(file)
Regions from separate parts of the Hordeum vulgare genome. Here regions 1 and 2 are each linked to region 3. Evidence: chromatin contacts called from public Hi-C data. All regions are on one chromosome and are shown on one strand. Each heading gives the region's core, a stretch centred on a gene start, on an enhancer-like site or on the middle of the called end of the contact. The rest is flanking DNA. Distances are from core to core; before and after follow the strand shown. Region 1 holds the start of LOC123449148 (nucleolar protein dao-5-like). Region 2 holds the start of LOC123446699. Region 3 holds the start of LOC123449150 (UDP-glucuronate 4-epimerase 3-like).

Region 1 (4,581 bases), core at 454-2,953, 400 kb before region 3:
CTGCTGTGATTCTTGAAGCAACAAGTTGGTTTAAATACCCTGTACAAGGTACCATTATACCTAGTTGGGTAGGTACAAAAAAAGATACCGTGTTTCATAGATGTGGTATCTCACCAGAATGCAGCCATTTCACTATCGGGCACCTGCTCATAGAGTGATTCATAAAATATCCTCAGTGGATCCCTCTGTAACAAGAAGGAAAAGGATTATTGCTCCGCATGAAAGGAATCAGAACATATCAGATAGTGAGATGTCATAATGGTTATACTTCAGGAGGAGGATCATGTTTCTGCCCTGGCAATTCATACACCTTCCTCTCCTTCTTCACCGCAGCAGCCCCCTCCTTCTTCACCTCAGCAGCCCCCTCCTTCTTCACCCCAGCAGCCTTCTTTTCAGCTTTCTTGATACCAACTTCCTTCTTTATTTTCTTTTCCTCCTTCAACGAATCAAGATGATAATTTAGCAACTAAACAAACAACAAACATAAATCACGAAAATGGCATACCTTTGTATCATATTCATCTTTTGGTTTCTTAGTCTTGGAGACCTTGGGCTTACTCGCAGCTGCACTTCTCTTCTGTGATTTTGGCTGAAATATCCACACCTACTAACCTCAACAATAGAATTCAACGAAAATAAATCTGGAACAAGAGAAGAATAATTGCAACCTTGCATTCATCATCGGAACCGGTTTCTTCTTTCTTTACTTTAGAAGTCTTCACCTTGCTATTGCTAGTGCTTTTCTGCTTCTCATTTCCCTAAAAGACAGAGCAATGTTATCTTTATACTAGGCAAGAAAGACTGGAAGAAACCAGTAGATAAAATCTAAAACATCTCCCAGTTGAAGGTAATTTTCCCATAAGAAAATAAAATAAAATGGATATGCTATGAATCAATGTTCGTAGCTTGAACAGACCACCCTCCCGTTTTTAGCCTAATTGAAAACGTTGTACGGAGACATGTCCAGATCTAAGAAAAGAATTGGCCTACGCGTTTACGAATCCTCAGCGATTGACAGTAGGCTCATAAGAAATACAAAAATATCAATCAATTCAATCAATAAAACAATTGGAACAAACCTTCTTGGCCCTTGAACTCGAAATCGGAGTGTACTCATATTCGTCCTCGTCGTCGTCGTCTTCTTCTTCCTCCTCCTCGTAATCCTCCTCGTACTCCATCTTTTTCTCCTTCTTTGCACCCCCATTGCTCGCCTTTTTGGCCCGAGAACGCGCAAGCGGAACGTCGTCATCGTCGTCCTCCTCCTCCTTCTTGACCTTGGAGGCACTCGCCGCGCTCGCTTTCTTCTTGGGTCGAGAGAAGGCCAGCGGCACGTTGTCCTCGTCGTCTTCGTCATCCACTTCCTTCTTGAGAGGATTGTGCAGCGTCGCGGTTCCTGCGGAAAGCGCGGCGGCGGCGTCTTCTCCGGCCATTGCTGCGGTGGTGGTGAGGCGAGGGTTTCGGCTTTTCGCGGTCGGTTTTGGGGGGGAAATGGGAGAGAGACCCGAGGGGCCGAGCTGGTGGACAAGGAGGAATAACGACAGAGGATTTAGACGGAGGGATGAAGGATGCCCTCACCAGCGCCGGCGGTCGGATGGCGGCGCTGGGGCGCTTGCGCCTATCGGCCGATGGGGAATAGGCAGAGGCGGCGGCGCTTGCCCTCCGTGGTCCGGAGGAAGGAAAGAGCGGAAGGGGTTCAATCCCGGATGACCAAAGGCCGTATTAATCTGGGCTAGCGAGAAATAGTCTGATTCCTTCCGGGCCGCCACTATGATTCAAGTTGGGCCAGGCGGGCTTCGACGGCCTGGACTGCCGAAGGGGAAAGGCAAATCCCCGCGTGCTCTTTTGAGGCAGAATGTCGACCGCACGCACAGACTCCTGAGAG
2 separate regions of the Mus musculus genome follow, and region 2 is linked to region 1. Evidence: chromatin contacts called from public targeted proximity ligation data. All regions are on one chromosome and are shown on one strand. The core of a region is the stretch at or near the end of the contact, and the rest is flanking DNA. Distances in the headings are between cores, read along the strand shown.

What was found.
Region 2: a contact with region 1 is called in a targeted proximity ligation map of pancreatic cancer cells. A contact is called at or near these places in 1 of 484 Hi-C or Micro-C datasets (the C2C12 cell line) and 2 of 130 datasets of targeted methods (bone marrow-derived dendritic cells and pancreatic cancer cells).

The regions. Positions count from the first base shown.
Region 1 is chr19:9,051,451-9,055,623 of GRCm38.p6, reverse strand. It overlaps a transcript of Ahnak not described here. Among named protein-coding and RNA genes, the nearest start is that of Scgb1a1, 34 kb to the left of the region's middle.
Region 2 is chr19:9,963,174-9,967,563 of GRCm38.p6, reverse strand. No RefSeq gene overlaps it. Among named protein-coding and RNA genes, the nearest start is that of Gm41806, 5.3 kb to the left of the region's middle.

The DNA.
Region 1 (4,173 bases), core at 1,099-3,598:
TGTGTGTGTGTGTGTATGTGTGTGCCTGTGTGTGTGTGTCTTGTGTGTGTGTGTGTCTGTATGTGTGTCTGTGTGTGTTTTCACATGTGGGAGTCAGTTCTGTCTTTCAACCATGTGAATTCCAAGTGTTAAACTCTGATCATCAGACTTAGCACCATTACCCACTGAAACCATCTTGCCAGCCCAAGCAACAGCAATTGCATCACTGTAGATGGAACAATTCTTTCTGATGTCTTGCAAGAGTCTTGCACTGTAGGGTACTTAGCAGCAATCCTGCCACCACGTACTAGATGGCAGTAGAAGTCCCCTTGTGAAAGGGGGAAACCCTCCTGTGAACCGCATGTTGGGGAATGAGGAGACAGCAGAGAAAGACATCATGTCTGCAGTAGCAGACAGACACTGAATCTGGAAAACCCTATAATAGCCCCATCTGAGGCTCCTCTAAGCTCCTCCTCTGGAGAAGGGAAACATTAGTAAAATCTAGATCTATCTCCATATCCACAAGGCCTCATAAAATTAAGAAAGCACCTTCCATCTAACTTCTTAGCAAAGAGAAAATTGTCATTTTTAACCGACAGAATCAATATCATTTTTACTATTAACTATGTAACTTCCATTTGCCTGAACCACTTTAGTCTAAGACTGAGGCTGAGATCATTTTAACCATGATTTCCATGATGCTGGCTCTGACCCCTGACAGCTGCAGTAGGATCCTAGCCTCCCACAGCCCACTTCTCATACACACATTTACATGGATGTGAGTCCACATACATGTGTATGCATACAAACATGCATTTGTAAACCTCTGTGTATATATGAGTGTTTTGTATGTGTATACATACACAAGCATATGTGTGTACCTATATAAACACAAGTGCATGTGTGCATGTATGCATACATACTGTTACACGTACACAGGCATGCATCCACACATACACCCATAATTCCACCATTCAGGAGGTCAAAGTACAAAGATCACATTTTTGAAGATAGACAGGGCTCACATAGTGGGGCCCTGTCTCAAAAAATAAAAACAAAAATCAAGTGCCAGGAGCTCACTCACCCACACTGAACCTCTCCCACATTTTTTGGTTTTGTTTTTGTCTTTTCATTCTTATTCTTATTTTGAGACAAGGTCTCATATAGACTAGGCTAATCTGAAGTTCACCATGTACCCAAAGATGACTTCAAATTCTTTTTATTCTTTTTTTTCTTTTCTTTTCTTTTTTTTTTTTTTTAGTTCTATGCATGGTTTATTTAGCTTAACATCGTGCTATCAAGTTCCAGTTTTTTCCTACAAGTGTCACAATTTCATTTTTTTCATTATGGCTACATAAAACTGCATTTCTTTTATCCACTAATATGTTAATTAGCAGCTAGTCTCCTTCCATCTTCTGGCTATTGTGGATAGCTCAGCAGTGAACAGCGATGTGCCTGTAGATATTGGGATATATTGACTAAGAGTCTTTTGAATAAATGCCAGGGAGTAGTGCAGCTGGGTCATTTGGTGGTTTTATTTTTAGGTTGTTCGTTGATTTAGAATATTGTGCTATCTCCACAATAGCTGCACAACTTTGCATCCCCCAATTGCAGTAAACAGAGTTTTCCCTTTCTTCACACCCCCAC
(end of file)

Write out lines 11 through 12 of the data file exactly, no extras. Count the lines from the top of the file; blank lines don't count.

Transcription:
Region 1 (4,173 bases), core at 1,099-3,598:
TGTGTGTGTGTGTGTATGTGTGTGCCTGTGTGTGTGTGTCTTGTGTGTGTGTGTGTCTGTATGTGTGTCTGTGTGTGTTTTCACATGTGGGAGTCAGTTCTGTCTTTCAACCATGTGAATTCCAAGTGTTAAACTCTGATCATCAGACTTAGCACCATTACCCACTGAAACCATCTTGCCAGCCCAAGCAACAGCAATTGCATCACTGTAGATGGAACAATTCTTTCTGATGTCTTGCAAGAGTCTTGCACTGTAGGGTACTTAGCAGCAATCCTGCCACCACGTACTAGATGGCAGTAGAAGTCCCCTTGTGAAAGGGGGAAACCCTCCTGTGAACCGCATGTTGGGGAATGAGGAGACAGCAGAGAAAGACATCATGTCTGCAGTAGCAGACAGACACTGAATCTGGAAAACCCTATAATAGCCCCATCTGAGGCTCCTCTAAGCTCCTCCTCTGGAGAAGGGAAACATTAGTAAAATCTAGATCTATCTCCATATCCACAAGGCCTCATAAAATTAAGAAAGCACCTTCCATCTAACTTCTTAGCAAAGAGAAAATTGTCATTTTTAACCGACAGAATCAATATCATTTTTACTATTAACTATGTAACTTCCATTTGCCTGAACCACTTTAGTCTAAGACTGAGGCTGAGATCATTTTAACCATGATTTCCATGATGCTGGCTCTGACCCCTGACAGCTGCAGTAGGATCCTAGCCTCCCACAGCCCACTTCTCATACACACATTTACATGGATGTGAGTCCACATACATGTGTATGCATACAAACATGCATTTGTAAACCTCTGTGTATATATGAGTGTTTTGTATGTGTATACATACACAAGCATATGTGTGTACCTATATAAACACAAGTGCATGTGTGCATGTATGCATACATACTGTTACACGTACACAGGCATGCATCCACACATACACCCATAATTCCACCATTCAGGAGGTCAAAGTACAAAGATCACATTTTTGAAGATAGACAGGGCTCACATAGTGGGGCCCTGTCTCAAAAAATAAAAACAAAAATCAAGTGCCAGGAGCTCACTCACCCACACTGAACCTCTCCCACATTTTTTGGTTTTGTTTTTGTCTTTTCATTCTTATTCTTATTTTGAGACAAGGTCTCATATAGACTAGGCTAATCTGAAGTTCACCATGTACCCAAAGATGACTTCAAATTCTTTTTATTCTTTTTTTTCTTTTCTTTTCTTTTTTTTTTTTTTTAGTTCTATGCATGGTTTATTTAGCTTAACATCGTGCTATCAAGTTCCAGTTTTTTCCTACAAGTGTCACAATTTCATTTTTTTCATTATGGCTACATAAAACTGCATTTCTTTTATCCACTAATATGTTAATTAGCAGCTAGTCTCCTTCCATCTTCTGGCTATTGTGGATAGCTCAGCAGTGAACAGCGATGTGCCTGTAGATATTGGGATATATTGACTAAGAGTCTTTTGAATAAATGCCAGGGAGTAGTGCAGCTGGGTCATTTGGTGGTTTTATTTTTAGGTTGTTCGTTGATTTAGAATATTGTGCTATCTCCACAATAGCTGCACAACTTTGCATCCCCCAATTGCAGTAAACAGAGTTTTCCCTTTCTTCACACCCCCAC